Use of psychoactive substances associated with poor working conditions
TUESDAY, Oct. 22 (HealthDay News) -- The use of psychoactive substances, including alcohol, amphetamines, and marijuana, appears common in truck drivers, particularly when working conditions are poor, according to research published online Oct. 21 in Occupational & Environmental Medicine.
Edmarlon Girotto, of the Universidade Estadual de Londrina in Brazil, and colleagues conducted a systematic review of the literature to summarize the evidence for use of psychoactive substances in truck drivers and to identify the factors associated with this behavior.
The researchers found substantial variation in the prevalence of use of alcohol (0.1 to 91.0 percent), amphetamines (0.2 to 82.5 percent), marijuana (0.2 to 29.9 percent), and cocaine (0.1 to 8.3 percent) in truck drivers. Factors associated with use of psychoactive substances included younger age, higher income, longer trips, alcohol consumption, driving during night shifts, traveling interstate routes, long or short sleep periods, fewer hours of rest, less driving experience, employment by small or medium-sized companies, incomes lower than those dictated by labor agreements, productivity-based earnings, and history of involvement in accidents.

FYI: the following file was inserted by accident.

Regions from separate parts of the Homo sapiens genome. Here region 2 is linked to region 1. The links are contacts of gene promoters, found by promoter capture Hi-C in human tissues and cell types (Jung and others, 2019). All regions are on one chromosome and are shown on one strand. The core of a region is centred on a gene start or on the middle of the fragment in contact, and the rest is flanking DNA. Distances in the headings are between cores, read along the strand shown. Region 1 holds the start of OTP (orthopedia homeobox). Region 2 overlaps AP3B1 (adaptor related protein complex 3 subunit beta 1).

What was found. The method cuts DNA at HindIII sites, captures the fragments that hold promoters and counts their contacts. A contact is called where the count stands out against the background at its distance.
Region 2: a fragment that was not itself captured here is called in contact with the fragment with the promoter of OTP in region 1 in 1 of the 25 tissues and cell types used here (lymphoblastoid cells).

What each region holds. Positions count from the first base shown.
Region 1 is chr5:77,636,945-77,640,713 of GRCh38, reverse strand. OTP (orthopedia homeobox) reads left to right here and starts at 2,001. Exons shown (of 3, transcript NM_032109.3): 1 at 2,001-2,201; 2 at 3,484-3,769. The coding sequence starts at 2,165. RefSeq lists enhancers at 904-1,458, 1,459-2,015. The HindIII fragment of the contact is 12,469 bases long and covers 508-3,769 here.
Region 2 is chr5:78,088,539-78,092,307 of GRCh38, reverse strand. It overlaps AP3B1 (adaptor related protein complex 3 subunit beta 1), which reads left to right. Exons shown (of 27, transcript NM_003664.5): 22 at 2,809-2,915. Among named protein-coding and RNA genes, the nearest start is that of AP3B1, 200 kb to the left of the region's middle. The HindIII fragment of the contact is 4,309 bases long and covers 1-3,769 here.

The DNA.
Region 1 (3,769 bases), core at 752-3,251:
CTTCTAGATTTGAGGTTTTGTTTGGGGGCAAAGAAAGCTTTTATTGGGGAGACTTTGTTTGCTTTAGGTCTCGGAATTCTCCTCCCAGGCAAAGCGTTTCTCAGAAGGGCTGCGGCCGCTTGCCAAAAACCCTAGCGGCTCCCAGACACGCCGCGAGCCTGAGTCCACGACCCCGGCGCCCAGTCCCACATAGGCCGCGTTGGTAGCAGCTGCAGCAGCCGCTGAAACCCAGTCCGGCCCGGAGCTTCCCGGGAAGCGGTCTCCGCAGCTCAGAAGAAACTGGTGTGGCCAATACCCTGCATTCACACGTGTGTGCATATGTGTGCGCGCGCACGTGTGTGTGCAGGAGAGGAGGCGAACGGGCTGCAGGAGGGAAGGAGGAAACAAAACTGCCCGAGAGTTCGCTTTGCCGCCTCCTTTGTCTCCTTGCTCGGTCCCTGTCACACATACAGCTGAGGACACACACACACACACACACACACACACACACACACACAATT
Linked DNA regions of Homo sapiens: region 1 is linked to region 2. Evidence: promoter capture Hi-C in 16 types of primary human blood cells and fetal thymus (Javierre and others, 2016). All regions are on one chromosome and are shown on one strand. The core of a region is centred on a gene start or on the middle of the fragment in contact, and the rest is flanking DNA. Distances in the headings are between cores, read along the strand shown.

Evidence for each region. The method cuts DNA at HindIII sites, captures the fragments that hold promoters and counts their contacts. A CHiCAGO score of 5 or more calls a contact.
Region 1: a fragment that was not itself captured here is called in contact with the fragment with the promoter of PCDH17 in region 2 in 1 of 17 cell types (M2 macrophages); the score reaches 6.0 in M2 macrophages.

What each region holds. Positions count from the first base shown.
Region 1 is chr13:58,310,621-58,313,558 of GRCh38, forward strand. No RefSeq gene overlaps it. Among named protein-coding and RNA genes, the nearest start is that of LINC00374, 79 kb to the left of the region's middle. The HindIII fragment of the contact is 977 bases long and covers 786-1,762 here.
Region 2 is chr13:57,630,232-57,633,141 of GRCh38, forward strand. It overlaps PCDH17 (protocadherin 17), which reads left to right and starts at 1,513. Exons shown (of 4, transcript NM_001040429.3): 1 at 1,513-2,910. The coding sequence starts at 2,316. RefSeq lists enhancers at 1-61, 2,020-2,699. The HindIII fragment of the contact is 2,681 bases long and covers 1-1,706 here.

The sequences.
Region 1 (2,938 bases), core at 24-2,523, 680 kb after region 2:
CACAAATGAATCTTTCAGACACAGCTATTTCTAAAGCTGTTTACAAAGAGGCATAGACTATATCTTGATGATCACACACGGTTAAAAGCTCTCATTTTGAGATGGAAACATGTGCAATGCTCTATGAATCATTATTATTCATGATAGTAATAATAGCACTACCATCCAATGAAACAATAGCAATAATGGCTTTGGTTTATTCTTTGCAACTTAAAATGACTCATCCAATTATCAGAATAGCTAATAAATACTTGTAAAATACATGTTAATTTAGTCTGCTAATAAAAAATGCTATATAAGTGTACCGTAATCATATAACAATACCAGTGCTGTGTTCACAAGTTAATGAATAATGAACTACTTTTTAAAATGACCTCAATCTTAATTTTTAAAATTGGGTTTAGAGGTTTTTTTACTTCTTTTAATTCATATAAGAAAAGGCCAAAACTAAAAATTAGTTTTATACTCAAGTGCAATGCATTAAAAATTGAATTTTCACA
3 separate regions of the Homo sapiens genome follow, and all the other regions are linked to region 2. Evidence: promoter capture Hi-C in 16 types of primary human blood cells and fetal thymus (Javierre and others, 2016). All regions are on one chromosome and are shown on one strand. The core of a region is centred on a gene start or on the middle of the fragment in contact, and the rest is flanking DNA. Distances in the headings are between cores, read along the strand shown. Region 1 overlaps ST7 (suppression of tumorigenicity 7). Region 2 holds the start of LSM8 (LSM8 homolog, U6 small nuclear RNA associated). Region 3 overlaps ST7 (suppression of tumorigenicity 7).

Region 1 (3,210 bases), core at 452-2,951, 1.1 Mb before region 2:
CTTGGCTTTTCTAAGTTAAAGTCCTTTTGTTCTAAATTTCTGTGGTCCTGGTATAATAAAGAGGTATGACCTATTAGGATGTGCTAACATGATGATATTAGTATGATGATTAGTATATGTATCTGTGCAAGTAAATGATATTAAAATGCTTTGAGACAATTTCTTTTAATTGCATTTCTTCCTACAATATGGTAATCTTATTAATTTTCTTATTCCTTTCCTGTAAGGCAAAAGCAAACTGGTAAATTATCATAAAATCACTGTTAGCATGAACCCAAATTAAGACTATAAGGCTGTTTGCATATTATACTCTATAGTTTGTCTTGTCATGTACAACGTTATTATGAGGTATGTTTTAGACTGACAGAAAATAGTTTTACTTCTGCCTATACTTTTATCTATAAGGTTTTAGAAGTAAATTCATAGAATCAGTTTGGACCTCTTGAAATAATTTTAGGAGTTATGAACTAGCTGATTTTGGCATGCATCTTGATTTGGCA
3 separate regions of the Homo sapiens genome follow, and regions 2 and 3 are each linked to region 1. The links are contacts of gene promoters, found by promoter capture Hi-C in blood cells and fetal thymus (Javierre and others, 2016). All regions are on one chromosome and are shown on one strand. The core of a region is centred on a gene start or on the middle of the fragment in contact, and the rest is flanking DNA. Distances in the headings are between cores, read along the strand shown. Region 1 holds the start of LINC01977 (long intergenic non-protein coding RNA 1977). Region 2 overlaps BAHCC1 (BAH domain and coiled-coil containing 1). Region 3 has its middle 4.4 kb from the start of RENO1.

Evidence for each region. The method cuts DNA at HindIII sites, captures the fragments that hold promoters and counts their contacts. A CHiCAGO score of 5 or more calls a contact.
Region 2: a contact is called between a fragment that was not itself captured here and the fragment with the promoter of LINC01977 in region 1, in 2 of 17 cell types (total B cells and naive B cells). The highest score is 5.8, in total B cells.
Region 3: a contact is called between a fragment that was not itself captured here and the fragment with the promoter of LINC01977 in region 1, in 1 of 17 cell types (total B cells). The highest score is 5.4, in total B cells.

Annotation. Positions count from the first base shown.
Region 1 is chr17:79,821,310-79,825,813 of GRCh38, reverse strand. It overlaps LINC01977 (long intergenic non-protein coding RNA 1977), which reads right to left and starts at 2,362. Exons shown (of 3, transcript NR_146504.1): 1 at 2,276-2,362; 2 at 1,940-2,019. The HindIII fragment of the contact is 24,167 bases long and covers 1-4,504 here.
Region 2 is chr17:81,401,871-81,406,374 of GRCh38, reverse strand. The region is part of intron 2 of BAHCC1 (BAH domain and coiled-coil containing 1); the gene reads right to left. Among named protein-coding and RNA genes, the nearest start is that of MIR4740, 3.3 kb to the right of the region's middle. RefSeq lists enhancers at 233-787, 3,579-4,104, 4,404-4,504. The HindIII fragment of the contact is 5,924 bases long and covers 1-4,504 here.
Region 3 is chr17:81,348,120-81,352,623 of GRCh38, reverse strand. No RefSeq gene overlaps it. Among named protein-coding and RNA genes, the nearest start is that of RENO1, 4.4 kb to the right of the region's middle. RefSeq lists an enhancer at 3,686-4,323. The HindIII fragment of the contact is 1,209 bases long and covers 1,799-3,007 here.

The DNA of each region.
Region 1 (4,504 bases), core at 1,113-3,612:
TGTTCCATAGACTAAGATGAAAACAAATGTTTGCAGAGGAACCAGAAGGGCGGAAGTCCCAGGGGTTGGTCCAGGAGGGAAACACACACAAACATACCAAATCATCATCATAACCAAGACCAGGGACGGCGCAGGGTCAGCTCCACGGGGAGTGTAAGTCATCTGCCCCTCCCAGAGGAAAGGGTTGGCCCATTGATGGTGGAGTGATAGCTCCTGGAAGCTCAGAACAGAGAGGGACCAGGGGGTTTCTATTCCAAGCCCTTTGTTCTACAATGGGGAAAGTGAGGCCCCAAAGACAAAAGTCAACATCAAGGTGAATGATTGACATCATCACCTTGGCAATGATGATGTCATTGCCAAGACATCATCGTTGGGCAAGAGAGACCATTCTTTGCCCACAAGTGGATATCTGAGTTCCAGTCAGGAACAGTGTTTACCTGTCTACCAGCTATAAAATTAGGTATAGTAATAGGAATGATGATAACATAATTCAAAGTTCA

"The results of this review are a cause for concern, not only for truck drivers using psychoactive substances, but also for the general public," writes the author of an accompanying editorial.
Abstract (http://oem.bmj.com/content/early/2013/09/13/oemed-2013-101452.abstract )Full Text (http://oem.bmj.com/content/early/2013/09/13/oemed-2013-101452.full )Editorial (subscription or payment may be required) (http://oem.bmj.com/content/early/2013/10/14/oemed-2013-101791.extract )